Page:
They don’t break for anybody.
Nell’s been discarded. Suze’s been repressed. Margie’s been put on hold. But now they’re hitting the ground running, kicking up dust, and moving at the speed of rage.
Nell Dysart is living a too small life in a too small apartment with no visible evidence of a reason to get up in the morning. Weighed down by an inexplicable divorce and a loss of appetite for everything, Nell is frozen in place, and she’s not alone: Her two closest friends and sisters-in-law are as stuck as she is. Suze is married to a controlling lawyer who keeps her housebound while she perfects an almost zen-like denial, and Margie has been stuck in foggy limbo since her husband disappeared seven years before with a lot of money that didn’t belong to him. Good thing Nell’s new job is with a down-and-out detective agency that has huge potential and a boss who looks easy to manage.
Gabe McKenna isn’t doing too well, either. His detective agency is wasting time on a blackmail case, his partner Riley has decided he hates watching cheating spouses for money, and his ex-wife has just dumped him . . . again. Good thing his new secretary looks efficient, boring, and biddable.
But soon Nell and Gabe are squaring off over embezzlement, business cards, bribery, interior decoration, vandalism, dachshund-napping, blackmail, and unprofessional sex, all of which turn out to be the least of their problems. Because shortly after that, somebody starts killing people. And shortly after that, they start falling in love.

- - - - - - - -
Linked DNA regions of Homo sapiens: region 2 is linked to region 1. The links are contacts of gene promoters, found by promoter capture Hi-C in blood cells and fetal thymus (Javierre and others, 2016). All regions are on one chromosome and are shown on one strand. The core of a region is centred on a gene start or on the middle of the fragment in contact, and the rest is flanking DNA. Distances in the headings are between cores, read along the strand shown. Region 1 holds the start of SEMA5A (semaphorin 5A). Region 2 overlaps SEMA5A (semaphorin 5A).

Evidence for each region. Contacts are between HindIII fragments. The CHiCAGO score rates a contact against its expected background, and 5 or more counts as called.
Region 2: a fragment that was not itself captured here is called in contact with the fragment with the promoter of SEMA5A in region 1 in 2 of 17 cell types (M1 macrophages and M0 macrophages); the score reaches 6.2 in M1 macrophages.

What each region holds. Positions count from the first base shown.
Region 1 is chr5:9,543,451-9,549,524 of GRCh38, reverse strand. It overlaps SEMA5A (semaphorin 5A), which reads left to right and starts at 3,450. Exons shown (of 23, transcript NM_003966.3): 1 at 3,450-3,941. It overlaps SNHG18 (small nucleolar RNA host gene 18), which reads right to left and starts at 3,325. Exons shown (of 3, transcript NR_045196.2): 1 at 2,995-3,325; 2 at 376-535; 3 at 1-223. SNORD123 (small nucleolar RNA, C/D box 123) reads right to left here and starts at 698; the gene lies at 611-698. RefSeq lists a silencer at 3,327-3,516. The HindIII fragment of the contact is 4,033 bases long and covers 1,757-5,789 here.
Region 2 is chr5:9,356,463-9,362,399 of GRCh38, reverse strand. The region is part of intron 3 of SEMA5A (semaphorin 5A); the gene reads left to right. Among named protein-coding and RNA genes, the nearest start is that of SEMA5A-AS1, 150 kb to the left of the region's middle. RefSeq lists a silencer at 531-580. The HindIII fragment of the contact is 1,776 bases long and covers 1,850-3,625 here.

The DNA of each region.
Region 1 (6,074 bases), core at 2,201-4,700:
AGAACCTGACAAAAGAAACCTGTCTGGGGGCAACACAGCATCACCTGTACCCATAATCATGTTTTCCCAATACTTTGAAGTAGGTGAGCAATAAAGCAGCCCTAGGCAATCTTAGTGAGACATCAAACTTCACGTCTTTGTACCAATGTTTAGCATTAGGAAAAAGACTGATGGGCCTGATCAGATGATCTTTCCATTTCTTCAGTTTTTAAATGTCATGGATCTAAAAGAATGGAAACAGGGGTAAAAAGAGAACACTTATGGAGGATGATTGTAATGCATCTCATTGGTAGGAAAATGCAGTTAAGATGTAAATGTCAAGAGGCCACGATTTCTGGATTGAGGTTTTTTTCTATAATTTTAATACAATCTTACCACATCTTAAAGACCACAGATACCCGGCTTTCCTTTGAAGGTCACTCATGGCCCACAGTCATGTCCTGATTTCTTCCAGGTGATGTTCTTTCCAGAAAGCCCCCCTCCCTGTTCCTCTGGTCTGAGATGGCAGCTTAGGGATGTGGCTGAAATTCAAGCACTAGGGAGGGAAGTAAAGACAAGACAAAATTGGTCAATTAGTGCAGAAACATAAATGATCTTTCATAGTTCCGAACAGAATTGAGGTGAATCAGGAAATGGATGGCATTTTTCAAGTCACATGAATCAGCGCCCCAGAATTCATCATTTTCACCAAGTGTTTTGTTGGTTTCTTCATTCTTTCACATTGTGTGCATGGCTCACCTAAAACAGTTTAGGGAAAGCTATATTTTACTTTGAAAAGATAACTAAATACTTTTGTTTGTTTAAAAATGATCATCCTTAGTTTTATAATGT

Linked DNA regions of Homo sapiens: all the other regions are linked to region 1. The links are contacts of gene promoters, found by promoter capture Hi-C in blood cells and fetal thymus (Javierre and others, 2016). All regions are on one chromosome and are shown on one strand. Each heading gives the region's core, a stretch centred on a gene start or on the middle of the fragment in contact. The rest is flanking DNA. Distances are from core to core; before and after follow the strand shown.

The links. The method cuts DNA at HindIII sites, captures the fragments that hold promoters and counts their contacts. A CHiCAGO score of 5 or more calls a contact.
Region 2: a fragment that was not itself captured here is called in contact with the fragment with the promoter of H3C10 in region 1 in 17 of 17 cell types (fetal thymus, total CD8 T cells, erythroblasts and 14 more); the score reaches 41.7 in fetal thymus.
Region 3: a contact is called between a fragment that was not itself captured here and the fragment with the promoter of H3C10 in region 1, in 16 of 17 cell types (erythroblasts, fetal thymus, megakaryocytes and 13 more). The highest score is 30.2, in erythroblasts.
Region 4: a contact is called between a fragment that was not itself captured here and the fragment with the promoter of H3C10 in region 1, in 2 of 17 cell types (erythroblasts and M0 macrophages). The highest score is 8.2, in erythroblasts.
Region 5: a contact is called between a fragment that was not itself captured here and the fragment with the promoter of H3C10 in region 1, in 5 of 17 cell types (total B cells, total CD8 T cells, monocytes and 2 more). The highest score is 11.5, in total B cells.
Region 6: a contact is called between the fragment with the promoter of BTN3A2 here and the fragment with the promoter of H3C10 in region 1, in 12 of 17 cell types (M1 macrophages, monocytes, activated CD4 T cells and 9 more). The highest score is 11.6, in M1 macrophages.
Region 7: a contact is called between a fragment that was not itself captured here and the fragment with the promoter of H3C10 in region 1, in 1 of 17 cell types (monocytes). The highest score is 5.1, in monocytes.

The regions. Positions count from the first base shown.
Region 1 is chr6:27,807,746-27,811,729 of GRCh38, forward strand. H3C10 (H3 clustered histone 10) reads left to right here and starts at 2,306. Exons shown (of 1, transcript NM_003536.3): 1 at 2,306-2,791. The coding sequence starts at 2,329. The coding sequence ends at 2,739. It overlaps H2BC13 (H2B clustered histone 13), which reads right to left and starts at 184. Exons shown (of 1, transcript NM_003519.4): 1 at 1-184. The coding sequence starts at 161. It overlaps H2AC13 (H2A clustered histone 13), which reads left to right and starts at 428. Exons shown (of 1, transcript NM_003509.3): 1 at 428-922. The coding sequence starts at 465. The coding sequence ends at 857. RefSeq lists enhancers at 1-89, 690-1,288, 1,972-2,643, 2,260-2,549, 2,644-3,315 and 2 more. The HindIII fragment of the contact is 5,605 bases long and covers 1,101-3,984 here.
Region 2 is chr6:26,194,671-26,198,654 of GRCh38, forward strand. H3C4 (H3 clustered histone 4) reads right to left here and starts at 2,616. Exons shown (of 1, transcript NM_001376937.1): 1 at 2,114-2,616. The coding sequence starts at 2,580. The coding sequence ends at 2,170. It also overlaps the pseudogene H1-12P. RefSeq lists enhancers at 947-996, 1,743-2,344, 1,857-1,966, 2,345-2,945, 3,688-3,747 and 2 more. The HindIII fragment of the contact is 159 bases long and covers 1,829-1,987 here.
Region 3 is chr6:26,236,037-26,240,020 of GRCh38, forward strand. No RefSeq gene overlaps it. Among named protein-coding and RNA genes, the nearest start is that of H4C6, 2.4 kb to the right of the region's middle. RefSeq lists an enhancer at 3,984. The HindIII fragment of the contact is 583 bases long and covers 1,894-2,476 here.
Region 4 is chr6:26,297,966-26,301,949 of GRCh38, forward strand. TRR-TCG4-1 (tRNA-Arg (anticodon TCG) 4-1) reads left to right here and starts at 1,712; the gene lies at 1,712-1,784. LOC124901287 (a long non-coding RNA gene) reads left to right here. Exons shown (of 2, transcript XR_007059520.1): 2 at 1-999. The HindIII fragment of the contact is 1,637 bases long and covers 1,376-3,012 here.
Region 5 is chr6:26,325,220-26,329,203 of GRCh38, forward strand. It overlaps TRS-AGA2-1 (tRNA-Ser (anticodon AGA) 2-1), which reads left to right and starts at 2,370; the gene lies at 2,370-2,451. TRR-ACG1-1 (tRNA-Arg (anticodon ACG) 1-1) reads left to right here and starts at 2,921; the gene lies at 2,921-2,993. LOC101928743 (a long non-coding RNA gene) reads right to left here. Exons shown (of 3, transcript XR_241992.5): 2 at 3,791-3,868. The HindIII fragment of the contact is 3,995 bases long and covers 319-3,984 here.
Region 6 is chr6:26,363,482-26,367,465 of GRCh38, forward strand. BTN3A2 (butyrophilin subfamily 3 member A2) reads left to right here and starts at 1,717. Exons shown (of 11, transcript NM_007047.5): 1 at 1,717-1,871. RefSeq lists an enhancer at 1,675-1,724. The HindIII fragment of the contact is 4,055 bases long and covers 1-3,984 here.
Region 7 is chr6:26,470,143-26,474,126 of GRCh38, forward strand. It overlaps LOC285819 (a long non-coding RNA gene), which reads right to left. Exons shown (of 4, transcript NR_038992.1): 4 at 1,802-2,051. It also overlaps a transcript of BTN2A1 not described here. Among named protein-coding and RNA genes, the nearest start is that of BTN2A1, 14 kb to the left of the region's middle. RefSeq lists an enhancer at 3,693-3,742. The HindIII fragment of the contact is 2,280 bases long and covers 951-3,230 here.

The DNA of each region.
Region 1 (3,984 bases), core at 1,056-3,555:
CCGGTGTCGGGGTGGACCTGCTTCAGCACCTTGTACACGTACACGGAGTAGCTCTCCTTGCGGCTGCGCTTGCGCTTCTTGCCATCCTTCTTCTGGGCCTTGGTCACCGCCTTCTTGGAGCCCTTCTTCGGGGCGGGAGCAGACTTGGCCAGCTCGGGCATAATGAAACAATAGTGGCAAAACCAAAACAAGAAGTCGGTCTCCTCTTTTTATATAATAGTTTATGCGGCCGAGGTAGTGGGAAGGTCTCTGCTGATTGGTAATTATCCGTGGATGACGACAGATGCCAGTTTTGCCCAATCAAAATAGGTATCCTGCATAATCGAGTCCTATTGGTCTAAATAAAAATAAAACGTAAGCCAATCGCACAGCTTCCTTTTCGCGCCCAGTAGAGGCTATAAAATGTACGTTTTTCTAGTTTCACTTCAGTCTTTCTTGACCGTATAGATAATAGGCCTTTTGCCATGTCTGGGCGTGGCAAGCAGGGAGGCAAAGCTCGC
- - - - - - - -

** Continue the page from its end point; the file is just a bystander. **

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Honors & Awards: A New York Times, Publishers Weekly, and USA Today Bestseller, One of RWA’s Top Ten Romances of 2001, One of Amazon.com’s Top Ten Romances of 2001, One of Border’s Top Ten Romances of 2001, A Literary Guild/Doubleday Book Club Alternate Selection, Romantic Times Reviewer’s Choice Best Contemporary Novel
On the setting: Yes, German Village is a real place and it’s beautiful. The names of things have been changed to protect me from lawsuits, but you can go have Reubens in the restaurant I named the Sycamore and find the building the detective agency is in.
On writing: I love mystery fiction, almost as much as I love romance fiction. If it’s good mystery fiction combined with good romance, I’m in heaven. One of my favorites is Dashiell Hammett’s The Thin Man, including the movie adaptation with William Powell and Myrna Loy. Nick and Nora may be the perfect couple (okay, so he’s too old for her and has a drinking problem and there was no need for him to clip her on the chin to save her from the gunman BUT it’s a great romance), and the mystery is nice and twisty, and the rest of the cast of characters are delightfully bent. Fast Women isn’t my version of The Thin Man–why mess with something when the original is so good?–but it was definitely inspired by it.
China Note: Too often overlooked is the role that china plays in literature. Okay, there’s probably a reason for that, but dishes are much more than flat things you put the meatloaf on. I had a wonderful time with the Franciscan Desert Rose (that’s Margie’s pitcher there to the left), the Carlton Walking Ware, Spode (yes, those are real patterns described in the book) and above all the British Art Deco pottery of Susie Cooper and Clarice Cliff.
That’s Clarice on the right. The plate to her upper right is her Stroud pattern. The pattern below that is her Secrets pattern. Like Nell, I like Stroud the best because of the tidy little world in that cartouche, and Secrets second because the landscape is so wildly romantic. I much prefer to dreak my tea and coffee from Susie Cooper teapots and cups because Clarice was not a practical designer, but practicality is not everything. After all, nobody ever said falling in love was a sensible thing to do.
And you thought I’d made all this stuff up.